Dinner tonight will be served in your private villa.
Tune into the rhythm of village life
Smøla’s multiple tiny islets and patches of calm water make for perfect kayaking conditions. In the company of another lovely local, go paddling the ocean waves. This is mostly calm kayaking among the many islets, cottages, harbours and skerries, with the occasional supervised tilt at the open sea for those with experience. You can get an invigorating feel for choppier seas when you brush up against the less protected edge of the archipelago. And in case paddling in the magical light, changing winds and beautiful nature isn’t enough, there are also the eagles…
Spend the afternoon tuning into the slow rhythm of village life, or – if you’re Up for it – row or sail in a traditional Viking-style boat together with a local skipper out to the Molo (the local name for the Atlantic breakwater protecting the village).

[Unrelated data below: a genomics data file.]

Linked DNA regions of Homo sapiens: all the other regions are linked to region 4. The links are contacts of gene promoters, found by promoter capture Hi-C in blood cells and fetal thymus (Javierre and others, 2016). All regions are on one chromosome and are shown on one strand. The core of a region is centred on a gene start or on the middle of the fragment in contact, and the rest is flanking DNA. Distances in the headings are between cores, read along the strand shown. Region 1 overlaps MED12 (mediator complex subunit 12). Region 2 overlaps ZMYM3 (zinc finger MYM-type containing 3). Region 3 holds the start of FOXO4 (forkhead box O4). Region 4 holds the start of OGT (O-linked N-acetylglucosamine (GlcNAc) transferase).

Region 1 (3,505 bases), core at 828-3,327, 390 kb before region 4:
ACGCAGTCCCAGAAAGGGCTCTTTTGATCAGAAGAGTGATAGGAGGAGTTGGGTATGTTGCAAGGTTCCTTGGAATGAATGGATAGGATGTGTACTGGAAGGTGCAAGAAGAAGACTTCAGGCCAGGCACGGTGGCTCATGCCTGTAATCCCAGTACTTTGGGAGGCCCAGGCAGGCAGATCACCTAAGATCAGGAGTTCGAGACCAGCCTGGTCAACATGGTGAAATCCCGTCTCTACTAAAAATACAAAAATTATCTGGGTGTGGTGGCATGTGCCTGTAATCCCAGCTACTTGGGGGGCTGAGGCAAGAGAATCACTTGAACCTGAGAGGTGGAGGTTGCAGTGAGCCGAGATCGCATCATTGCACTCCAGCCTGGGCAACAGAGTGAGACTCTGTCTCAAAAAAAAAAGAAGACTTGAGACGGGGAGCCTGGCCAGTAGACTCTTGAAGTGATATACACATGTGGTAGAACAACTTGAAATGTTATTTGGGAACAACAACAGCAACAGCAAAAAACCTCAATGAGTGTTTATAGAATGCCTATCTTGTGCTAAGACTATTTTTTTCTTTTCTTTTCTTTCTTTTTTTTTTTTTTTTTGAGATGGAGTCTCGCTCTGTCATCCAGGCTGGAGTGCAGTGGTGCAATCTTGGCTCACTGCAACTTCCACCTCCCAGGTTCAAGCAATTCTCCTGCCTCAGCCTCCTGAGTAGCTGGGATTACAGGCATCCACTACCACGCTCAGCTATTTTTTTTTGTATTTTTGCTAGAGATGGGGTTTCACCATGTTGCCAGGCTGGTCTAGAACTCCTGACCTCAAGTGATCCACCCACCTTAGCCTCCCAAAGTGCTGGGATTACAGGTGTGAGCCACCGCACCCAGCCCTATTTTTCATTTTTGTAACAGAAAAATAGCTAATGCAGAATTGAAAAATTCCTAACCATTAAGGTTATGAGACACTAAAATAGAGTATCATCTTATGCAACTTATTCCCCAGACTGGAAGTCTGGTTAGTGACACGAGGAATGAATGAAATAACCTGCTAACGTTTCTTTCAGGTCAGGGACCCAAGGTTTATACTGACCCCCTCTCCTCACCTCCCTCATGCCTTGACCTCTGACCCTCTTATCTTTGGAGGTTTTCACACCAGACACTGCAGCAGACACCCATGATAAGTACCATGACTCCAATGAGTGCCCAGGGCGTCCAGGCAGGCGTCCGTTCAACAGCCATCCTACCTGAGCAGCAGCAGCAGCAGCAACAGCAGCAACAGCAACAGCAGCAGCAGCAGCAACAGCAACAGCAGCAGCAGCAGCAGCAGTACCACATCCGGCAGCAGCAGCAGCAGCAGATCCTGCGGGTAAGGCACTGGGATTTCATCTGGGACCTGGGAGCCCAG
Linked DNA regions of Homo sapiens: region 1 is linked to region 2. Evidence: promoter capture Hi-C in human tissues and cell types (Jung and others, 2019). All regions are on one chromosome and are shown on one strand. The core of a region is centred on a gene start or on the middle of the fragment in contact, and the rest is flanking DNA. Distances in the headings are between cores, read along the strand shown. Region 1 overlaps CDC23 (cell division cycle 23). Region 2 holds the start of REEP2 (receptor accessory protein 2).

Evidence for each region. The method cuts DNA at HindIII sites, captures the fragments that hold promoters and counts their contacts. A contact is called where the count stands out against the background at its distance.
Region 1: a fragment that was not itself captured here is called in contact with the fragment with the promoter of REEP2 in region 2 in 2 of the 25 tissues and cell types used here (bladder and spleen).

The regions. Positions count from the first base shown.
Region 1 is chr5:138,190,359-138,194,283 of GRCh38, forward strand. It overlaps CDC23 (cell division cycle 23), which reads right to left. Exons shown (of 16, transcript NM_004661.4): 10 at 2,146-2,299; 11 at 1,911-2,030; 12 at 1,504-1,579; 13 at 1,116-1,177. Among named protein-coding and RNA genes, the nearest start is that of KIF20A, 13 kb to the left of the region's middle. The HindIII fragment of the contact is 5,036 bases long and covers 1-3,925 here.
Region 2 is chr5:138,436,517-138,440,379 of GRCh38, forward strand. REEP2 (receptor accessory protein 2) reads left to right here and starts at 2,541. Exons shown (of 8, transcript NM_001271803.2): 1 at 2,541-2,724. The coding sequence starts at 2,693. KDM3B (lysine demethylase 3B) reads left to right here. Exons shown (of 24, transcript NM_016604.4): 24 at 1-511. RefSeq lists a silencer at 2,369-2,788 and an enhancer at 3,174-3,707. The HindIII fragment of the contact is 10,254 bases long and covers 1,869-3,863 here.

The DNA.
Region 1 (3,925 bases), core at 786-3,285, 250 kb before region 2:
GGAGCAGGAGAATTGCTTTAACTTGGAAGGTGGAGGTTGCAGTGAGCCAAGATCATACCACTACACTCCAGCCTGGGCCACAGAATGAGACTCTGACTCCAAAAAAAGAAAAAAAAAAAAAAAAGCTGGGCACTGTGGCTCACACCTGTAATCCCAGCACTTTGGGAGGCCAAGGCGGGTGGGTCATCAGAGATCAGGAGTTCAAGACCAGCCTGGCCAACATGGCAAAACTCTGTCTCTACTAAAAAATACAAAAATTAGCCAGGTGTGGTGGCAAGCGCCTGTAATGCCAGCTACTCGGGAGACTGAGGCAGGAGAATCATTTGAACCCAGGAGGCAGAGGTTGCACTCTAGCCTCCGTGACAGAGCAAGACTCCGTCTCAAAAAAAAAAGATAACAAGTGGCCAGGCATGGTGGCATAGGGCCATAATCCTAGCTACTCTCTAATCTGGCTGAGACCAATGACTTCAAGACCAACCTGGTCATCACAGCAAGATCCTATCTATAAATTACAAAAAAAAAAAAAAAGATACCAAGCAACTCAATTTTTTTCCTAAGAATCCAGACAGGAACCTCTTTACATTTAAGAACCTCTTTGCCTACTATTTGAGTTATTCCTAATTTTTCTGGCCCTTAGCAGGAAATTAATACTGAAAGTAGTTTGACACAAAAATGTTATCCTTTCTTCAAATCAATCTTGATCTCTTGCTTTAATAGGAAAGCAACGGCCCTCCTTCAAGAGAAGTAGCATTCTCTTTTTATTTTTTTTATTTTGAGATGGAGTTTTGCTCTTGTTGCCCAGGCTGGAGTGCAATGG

This evening’s dinner will be served at ‘Naustet’ (The Boathouse), where you will be introduced not only to traditional food and customs. This is the oldest of Veiholmen’s boathouses, dating back to the 1700s and brought into the 21st century through sympathetic renovation. With floor-to-ceiling windows, you can find yourself begging for a storm to start up outside. Our friends Stian and Olav will make sure you don’t leave hungry. Local specialties range from pickled herring to saltfish dumplings and fishcakes, and the thick timber walls tell as many good stories as the hosts.
A Home Away From Home